Some, however, aren’t as optimistic when it comes to water management in our state. Drought concerns, especially after the 2012 growing season, coupled with the news that certain areas of the state are being classified as over appropriated when it comes to the water supply, are keeping area farmers keenly attuned to all things water-related. When an area is deemed over appropriated, it means that the water demands on the area aren’t sustainable with existing supply. This is when the state’s Natural Resource Districts put restrictions on new applications for irrigated acres, transfers, and supplemental irrigation wells, as the Lower Elkhorn NRD board voted to do in November. The board did provide one caveat: It will grant up to 10 acres per project for those who want to complete a full circle for a pivot, up to 400 acres total, this according to Farm Journal Editor Nate Birt, on

While we have a collective interest in maintaining good stewardship of our water resources, it’s also in our state’s economic interest to provide farmers the opportunity to make the most of their land, and the ability to irrigate helps not only them, but the Nebraska as a whole. A study by the Nebraska Farm Bureau found that irrigation helped both the state jobs outlook and the economy in 2012. More specifically, the study found that farmers’ ability to irrigate their crops contributed $11 billion to the economy that same year.

Regarding the important findings of the study, Nebraska Farm Bureau President Steve Nelson explained, “The major take away from the study is that water used for irrigation in agriculture plays a critical role in the state’s economy, whether it’s direct financial benefit or helping protect Nebraska jobs. Given that reality it’s critical we as a state continue to recognize its importance as we talk about future management of our state’s water resources and the role of irrigation in Nebraska agriculture.”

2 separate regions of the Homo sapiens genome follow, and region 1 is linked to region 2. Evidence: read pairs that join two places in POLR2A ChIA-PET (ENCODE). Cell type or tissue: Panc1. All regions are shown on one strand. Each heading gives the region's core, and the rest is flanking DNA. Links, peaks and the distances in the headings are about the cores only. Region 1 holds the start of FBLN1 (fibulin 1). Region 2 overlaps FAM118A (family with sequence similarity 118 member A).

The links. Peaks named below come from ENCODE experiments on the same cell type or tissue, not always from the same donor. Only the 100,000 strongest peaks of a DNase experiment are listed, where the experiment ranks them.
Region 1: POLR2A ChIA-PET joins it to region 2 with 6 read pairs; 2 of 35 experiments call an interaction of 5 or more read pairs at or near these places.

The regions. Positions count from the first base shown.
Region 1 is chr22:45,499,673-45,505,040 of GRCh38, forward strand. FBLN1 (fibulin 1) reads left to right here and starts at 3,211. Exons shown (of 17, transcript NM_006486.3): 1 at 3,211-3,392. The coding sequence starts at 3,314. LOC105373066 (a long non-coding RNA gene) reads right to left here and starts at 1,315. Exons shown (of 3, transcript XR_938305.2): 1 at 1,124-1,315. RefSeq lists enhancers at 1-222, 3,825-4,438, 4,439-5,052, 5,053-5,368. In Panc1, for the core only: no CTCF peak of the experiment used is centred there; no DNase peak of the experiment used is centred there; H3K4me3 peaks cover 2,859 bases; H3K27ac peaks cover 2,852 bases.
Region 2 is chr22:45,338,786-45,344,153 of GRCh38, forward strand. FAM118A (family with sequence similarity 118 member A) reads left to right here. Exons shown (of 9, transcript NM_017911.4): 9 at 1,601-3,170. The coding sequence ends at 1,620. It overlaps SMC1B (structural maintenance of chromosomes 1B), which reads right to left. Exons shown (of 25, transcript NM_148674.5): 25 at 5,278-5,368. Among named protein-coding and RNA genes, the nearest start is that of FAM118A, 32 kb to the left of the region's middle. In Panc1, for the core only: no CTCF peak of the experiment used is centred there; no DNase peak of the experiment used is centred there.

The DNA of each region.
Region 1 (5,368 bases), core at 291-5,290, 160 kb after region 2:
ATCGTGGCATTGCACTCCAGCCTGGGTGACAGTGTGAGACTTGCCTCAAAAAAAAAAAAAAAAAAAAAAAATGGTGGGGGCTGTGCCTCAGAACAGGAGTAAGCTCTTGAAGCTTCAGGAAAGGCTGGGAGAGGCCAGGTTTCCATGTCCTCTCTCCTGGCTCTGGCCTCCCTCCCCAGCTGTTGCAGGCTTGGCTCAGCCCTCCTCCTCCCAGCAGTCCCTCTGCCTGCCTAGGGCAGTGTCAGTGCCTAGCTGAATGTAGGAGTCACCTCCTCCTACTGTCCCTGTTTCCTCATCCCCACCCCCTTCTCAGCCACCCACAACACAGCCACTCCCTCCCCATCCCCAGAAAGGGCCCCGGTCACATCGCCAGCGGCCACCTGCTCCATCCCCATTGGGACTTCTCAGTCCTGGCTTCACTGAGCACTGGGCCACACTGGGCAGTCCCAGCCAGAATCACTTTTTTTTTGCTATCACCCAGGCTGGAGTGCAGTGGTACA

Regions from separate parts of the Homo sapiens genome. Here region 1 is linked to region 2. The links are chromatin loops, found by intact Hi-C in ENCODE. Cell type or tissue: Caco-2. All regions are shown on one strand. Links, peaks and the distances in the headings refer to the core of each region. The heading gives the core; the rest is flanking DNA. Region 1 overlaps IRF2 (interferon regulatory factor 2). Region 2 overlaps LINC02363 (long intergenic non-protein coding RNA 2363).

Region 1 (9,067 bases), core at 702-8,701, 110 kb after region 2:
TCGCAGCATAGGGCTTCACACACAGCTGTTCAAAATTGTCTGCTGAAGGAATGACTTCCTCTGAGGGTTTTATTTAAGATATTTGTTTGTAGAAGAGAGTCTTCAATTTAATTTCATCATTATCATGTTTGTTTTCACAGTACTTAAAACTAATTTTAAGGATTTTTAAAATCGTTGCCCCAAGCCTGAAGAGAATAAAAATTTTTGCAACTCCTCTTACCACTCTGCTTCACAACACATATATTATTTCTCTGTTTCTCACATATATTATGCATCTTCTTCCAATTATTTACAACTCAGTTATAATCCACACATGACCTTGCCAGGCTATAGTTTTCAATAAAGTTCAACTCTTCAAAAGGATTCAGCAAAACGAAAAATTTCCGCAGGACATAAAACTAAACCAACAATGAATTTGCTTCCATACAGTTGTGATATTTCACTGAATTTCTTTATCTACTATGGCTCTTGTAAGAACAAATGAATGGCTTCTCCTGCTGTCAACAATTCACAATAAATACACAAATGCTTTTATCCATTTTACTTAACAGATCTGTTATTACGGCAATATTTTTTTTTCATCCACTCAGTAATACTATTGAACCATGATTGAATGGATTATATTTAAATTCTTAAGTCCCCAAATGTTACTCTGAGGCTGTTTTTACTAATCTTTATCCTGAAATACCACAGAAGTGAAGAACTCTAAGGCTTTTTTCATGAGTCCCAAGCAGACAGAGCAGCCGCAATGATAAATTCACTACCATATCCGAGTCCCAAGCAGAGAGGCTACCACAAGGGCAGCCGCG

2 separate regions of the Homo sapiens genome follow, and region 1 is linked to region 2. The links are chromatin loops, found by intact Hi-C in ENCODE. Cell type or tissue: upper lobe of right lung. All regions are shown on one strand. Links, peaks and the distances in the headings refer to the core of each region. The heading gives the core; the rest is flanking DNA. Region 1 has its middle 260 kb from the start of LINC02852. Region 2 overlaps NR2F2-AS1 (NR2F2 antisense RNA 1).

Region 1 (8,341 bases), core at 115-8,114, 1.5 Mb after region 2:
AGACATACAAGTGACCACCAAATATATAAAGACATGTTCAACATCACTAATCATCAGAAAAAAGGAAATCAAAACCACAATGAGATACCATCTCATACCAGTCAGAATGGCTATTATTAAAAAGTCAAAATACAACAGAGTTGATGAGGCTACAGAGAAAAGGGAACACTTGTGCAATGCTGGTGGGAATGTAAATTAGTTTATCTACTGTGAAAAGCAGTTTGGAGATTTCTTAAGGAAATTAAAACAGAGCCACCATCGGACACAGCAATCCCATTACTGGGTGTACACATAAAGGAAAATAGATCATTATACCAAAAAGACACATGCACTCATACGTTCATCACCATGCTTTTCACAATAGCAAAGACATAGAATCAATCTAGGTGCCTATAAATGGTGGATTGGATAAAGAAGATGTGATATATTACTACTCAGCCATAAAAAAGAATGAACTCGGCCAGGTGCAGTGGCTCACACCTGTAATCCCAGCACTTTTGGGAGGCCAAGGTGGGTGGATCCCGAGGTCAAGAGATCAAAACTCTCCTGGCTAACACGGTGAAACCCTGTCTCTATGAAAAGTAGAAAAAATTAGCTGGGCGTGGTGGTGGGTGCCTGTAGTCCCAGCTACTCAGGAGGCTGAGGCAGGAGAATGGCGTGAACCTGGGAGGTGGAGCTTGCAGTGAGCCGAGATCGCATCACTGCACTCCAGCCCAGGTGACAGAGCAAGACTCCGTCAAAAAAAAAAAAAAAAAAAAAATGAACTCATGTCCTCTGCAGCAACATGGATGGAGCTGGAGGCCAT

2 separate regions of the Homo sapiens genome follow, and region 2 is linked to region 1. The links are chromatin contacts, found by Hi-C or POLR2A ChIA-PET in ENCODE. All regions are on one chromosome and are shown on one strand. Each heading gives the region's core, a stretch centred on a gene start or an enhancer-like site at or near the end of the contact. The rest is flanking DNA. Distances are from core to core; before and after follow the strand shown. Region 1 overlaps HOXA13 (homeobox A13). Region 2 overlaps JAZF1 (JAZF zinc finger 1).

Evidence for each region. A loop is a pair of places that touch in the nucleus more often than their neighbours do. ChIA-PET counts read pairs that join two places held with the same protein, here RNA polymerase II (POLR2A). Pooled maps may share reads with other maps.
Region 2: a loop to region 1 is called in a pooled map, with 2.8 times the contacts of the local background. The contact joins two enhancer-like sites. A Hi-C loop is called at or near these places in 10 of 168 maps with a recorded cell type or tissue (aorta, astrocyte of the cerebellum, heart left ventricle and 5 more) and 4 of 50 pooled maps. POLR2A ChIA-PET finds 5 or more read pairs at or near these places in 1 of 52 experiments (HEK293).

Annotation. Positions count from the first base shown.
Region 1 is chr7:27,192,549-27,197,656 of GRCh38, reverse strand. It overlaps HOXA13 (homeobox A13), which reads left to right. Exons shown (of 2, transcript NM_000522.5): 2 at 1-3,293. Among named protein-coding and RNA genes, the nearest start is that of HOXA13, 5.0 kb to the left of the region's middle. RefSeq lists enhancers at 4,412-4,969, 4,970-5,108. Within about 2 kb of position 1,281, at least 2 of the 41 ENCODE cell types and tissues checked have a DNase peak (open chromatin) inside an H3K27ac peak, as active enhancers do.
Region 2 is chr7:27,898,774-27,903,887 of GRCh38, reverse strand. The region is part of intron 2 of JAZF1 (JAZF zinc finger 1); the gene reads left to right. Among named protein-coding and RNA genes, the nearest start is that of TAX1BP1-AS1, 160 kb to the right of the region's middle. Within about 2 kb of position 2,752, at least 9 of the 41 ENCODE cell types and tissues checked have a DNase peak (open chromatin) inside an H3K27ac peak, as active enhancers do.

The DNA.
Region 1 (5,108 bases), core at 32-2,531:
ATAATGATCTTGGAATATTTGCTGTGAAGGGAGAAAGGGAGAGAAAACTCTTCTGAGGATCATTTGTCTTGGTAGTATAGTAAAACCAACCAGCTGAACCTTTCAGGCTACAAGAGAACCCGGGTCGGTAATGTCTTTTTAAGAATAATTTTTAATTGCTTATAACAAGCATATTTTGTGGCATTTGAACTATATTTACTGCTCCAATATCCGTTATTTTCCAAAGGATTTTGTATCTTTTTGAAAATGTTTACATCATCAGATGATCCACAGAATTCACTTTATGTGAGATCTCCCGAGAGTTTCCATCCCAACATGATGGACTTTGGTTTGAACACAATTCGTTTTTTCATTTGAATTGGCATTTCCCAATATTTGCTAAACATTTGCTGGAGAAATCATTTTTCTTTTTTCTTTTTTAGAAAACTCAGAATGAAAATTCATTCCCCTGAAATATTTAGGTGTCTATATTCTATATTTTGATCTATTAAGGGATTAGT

Potential limits on the amount of water producers are allowed to put onto the ground are putting pressure on farmers to become ever more efficient with their irrigation systems. Farmers are researching the best practices for irrigating their crops, whether it’s being smarter about when and how to apply water, to investing in the latest irrigation technology, such as soil moisture probes and variable rate pivots, to help them irrigate as efficiently as possible.

Meeting the needs of our own land and preserving our state’s natural resources is a delicate balancing act. Don’t go it alone—let UFARM help you make the best decisions for your land in light of changing demands.

Sources: (“Study Showed Irrigation Protected Jobs, Fueled Nebraska Economy in 2012.” Nebraska Farm Bureau. 23 Jul. 2013. Web. 19 Feb. 2014.)

(Birt, Nate. “Nebraska Water Woes.” Farm Journal. 20 Nov. 2013. Web. 19 Feb. 2014.)

Land Management for Organic Farming in NebraskaDemand continues to grow in the nation for organically produced foods and grains, and many farmers and landowners across the nation are joining the growing organic trend. Nebraska farmers have also been taking notice. The increasing demand for certified organic products and food are opening up new markets, and many Nebraska farmers are stepping in to fill the niche. Have you ever considered the benefits of using your land to produce organic grains or foods? Would organic farming be a good fit for you and your farm?

The term “organic,” when applied to farming, means that foods and grains are produced without using pesticides, non-organic fertilizers, antibiotics, and hormones. Organically grown foods and grains must comply with mandated specifications and regulations set forth by the National Organic Program. Farms must meet specific requirements and be certified by the NOP in order to be considered organic. One of these requirements is that their fields be organic (free from certain synthetic fertilizers and chemicals) for three years before they are able to be certified.

Those applying to be certified must include an application to an accredited agent specifying the four following things:

• The type of operation to be certified
• A history of substances applied to land for the previous 3 years
• The organic products being grown
• The organic system plan describing practices and substances used in production

A drawback at the beginning of the process is that the grain they are producing for the first three years is unable to be sold at the organic prices, even though they are grown using organic practices. Despite the initial hurdles, the payoffs can be substantial; organically produced corn and soybeans can be very profitable for farmers, as they can sell for larger premiums.